New York, NY - January 2016 - This spring, the New-York Historical Society will celebrate Mo Willems’ beloved children’s book characters, including The Pigeon, who is bus-obsessed; comedy duo Elephant and Piggie; and famed Brooklynites Trixie and Knuffle Bunny. On view March 18 through September 25, 2016, The Art and Whimsy of Mo Willems will follow a multifaceted journey across a career that started on Sesame Street and led to award-winning books like Don’t Let the Pigeon Drive the Bus! (2003). Organized by The Eric Carle Museum of Picture Book Art in Amherst, MA, and recently on view at the High Museum of Art in Atlanta, GA, the New-York Historical Society’s unique presentation of the exhibition will highlight particular elements of Willems’ life and career in New York to show how the city influenced the creation of his iconic characters.
“Mo Willems’ work boldly and artfully melds the humor and wonder of youth with a complex understanding of the human experience, so it speaks to readers of all ages,” said Louise Mirrer, President and CEO of the New-York Historical Society. “The Art and Whimsy of Mo Willems reveals how Willems’ personal experiences in New York inspired his writing. We look forward to celebrating both his work and the city as artistic muse.”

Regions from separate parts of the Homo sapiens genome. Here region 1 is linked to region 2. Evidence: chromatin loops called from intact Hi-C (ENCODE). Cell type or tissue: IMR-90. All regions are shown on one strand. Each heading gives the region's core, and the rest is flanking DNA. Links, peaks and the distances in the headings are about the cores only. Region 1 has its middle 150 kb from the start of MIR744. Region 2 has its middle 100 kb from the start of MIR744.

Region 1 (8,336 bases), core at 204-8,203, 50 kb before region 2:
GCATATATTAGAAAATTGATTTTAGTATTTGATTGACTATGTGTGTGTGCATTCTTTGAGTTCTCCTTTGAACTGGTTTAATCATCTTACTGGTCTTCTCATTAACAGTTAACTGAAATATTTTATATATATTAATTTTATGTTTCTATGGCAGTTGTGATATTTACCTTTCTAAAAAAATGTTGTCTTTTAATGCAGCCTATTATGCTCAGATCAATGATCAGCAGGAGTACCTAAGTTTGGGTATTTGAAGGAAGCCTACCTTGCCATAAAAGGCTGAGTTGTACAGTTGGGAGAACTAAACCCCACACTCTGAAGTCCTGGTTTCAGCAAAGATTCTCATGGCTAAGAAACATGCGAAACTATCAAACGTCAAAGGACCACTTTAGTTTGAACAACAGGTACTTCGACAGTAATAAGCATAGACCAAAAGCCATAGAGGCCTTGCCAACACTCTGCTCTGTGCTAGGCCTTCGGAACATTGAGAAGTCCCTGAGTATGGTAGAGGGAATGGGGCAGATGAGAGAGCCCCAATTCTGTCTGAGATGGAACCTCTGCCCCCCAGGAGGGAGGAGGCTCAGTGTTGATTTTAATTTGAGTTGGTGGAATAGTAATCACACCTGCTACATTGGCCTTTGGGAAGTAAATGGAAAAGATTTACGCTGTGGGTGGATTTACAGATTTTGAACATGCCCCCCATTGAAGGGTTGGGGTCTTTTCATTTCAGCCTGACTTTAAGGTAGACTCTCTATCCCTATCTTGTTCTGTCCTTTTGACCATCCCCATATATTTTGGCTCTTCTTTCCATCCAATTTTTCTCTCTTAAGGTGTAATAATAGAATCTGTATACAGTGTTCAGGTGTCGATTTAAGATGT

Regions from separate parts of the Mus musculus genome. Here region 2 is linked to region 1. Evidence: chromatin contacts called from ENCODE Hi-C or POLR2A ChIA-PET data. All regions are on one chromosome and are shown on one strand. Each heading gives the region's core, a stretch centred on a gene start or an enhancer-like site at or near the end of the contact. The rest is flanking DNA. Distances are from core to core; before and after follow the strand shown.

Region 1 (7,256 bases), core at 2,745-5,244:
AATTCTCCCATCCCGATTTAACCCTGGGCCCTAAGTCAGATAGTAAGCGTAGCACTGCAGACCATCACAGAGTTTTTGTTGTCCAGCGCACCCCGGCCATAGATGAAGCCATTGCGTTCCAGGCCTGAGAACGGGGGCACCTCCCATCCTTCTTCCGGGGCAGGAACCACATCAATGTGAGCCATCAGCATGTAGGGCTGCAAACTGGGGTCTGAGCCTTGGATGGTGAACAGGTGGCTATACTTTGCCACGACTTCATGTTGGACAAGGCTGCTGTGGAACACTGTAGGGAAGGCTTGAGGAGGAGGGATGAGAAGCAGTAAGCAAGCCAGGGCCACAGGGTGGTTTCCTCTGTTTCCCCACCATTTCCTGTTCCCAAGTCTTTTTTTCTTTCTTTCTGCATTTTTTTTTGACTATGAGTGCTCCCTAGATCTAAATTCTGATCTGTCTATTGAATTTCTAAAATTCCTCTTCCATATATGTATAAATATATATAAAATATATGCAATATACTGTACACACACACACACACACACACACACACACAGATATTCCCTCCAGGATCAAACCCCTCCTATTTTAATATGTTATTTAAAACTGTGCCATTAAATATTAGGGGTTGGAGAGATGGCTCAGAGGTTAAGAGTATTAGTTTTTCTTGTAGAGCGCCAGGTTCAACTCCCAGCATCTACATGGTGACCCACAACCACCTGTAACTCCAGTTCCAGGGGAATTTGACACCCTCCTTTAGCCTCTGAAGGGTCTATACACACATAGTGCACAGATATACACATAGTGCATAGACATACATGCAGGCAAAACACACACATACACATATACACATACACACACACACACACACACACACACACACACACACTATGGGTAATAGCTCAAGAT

The exhibition will bring together approximately 90 works from some of Willems’ most popular series, as well as selections from stand-alone classics such as Leonardo the Terrible Monster (2005) and That Is NOT a Good Idea! (2013), featuring original art, preliminary sketches, animation cels, and sculptures. The exhibition will present Willems’ inspiration, unique process, artwork, and characters in an immersive and child-friendly space, featuring an imaginative New York cityscape on the gallery walls, two reading areas with copies of his books for browsing or special reading events, and a family audio guide narrated by Willems.
Exhibition highlights will include:
- Animation cels and sketches from Willems’ early projects, including a student film created at New York University’s Tisch School of the Arts, as well as professional work for Sesame Street, Sheep in the Big City, and other television shows
- “Walking the Williamsburg Bridge to Work,” a graphic short story in which Willems narrates his personal experience of 9/11
- A video about Willems’ process of creating memorable characters like The Pigeon, Elephant and Piggie, Cat the Cat, and Knuffle Bunny, alongside preliminary sketches, pitch copies, dummy books, and production workflow charts as well as final drawings and published illustrations
- An early dummy book of Knuffle Bunny, depicting the stuffed animal as a bear, not a bunny
- Wire sculptures and other personal work
- Works that creatively address the emotional lives of his characters—and, by extension, his young readers—such as the importance of self-exploration and personal expression in Naked Mole Rat Gets Dressed (2009) and kindness in the face of opposition in Edwina, the Dinosaur Who Didn’t Know She Was Extinct (2006)
- Illustrations from The Thank You Book, the finale to the Elephant and Piggie series, due to appear in June 2016
Support for this exhibition has been provided by Disney Publishing Worldwide.
Programming & Publications